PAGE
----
Movie Critique – The Picture of Dorian Gray
Stars: 5 / 5
Recommendation: A gothic horror film that is witty, dramatic, romantic, terrifyingly photographed and a very good adaptation of the original novel; giving a deep reflection on how your inner self and outer self both matter, not just beauty.
The Picture of Dorian Gray is a 1945 American horror-drama film based on Oscar Wilde's 1890 classic novel of the same name. The lead cast include George Sanders, Hurd Hatfield, Dame Angela Lansbury and Donna Reed.
The film was nominated for several awards and received an Academy Award for Best Cinematography, B&W; and a Golden Globe to Angela Lansbury for Best Supporting Actress. Lansbury also was nominated for Academy Award for Best Supporting Actress but lost it to her co-star, Anne Revere, for the 1944 film National Velvet.
The plot is about a young, handsome and wealthy British man, Dorian Gray, who although being intelligent gets sucked into a world of sin and misery; all in the hopes of staying eternally youthful. With his angelic face, he hides his devilish nature while enthralled with the sins he is committing. His bargain with the devil leaves behind a trail of horrific incidents that eventually suck Gray in.
Story set in 1886, the movie draws a fine line between being mortal versus striving to be immortal, which is the central theme. Clearly asserted by the opening quote shown in the film, a quote by Omar Khayyam from The Rubaiyat. As Gray spends his life in pursuit of immortality his mortal passions don’t end thus derailing his path to an immortal life. Instead he is chained to the mortal life.
I havent read the book the movie was based on, but the fact that Angela Lansbury who portrayed the role of Sybil Vane in the movie attracted me to it. I loved her in her Murder, She Wrote TV show (Review on the books based on the TV show here). She looks so composed and poised; and just beautiful with an inner strong core that shows in her face.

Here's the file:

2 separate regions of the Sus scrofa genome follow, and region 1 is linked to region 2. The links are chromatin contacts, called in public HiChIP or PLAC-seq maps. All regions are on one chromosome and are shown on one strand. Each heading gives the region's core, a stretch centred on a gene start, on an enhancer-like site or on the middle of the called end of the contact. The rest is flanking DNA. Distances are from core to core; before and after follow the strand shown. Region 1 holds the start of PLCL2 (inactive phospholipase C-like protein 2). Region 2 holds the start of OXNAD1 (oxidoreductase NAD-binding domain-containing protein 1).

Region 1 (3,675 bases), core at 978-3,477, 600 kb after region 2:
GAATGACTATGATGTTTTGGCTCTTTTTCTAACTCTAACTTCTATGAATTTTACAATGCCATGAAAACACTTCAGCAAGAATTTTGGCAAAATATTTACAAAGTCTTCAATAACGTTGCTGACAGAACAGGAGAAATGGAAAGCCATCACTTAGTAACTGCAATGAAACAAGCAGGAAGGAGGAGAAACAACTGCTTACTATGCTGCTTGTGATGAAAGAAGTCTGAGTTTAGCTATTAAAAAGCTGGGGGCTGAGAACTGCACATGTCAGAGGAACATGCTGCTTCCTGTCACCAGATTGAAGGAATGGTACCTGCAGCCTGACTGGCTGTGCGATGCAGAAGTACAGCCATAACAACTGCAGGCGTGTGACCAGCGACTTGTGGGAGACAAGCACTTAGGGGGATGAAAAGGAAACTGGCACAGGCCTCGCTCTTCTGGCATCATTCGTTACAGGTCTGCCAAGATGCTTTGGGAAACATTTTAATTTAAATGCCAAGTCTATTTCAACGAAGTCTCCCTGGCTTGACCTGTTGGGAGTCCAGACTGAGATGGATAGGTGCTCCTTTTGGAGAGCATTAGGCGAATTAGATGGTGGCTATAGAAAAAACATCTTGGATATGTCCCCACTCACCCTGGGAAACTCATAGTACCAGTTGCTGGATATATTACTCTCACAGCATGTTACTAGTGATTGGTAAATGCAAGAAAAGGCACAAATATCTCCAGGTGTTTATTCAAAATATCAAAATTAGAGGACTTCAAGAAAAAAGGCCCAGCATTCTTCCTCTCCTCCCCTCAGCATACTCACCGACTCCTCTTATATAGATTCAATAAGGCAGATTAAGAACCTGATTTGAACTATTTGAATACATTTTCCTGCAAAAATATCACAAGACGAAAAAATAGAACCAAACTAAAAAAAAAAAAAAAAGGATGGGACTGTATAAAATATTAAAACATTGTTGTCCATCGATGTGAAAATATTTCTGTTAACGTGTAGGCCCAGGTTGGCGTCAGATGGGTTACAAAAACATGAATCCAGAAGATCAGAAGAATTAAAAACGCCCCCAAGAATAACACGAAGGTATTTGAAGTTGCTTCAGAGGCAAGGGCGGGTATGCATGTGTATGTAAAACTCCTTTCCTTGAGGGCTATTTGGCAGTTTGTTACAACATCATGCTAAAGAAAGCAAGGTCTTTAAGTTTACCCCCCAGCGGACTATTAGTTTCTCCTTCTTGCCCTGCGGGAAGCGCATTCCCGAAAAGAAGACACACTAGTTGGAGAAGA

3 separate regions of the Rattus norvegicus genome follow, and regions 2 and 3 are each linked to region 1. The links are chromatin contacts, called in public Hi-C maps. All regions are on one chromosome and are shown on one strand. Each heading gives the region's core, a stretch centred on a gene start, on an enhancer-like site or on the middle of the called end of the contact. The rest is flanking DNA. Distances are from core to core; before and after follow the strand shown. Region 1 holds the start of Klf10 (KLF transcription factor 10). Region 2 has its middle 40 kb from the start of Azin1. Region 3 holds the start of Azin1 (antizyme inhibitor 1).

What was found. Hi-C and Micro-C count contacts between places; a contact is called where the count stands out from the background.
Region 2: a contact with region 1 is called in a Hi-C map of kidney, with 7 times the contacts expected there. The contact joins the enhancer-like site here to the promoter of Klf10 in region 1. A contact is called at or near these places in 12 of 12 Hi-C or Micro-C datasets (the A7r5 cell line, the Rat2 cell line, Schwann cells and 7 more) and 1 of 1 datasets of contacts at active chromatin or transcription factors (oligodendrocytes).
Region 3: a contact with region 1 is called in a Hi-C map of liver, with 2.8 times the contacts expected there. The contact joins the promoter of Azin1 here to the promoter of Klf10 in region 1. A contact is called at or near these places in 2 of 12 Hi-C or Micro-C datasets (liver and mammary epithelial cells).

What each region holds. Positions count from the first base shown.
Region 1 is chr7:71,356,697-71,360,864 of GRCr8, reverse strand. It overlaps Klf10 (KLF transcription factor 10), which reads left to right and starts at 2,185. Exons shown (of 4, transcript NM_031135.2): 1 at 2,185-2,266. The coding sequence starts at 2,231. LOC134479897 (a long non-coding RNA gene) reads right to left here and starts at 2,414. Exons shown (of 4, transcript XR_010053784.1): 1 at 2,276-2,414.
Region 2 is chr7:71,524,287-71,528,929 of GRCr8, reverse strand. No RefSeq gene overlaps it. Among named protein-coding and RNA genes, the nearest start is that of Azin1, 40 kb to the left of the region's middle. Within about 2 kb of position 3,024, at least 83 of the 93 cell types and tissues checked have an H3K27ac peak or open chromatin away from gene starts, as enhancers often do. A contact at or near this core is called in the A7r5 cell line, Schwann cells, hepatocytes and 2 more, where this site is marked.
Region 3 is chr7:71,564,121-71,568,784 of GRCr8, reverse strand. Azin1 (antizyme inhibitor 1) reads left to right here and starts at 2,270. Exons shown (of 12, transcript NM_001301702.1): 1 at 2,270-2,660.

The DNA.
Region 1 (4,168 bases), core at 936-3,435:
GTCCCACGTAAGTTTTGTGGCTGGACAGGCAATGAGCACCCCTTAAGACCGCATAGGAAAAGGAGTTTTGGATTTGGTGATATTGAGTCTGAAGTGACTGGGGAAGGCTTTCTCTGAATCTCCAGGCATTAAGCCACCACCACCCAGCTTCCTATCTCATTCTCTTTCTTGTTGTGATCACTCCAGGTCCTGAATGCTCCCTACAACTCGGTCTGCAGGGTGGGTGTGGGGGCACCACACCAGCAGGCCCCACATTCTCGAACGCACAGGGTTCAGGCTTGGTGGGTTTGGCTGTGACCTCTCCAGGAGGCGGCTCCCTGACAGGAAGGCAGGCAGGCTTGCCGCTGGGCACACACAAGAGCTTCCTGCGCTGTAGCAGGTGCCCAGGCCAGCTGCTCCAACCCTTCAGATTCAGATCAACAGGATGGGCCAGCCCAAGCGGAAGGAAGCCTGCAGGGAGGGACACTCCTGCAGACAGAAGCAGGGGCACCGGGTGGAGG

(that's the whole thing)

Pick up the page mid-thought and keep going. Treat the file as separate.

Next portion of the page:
Apart from being based on a very good book, the movie has one other unique feature. Technically it was shot primarily in black-and-white, the film had four color inserts in technicolor of Dorian's portrait. MGM used a similar technique in their 1939 film The Women, where the emphasis was on fashion show; and in the 1949 film The Secret Garden where the garden was in technicolor.
The movie also includes two paintings of Dorian Gray. The one shown at the beginning of the film was painted by the Portuguese artist Henrique Medina and titled "Portrait of Hurd Hatfield as Dorian Gray".
The second painting shown at the end of the film was painted by Ivan Le Lorraine Albright and titled "Picture of Dorian Gray". Albright did the painting while the movie was being shot to show Dorian Gray's transformation in the painting into a horrid image while his real person remained unchanged.
It is said that Director Albert Lewin loves retakes. And in this film he took one hundred and ten retakes but used only one in the end. Cedric Hardwicke played the narrator of the film.
Hurd Hatfield had appeared only in one movie prior to this film. Practically a new comer to Hollywood the movie certainly gave him the push he needed in his career.
The chillness in the story is not just shown in the secret devil inside Gray, but also the ease with which Lord Wotton kills a pretty butterfly only to turn it into a postcard; all the while explaining to Dorian Gray to last the youthful days to its fullest. It only adds more horror to it when Lord Wotton justifies a tragedy to be looked at as a wonderful episode of life and move on to watch Don Giovanni's opera. The callousness shown in mere words creates a shiver in the viewer's spine.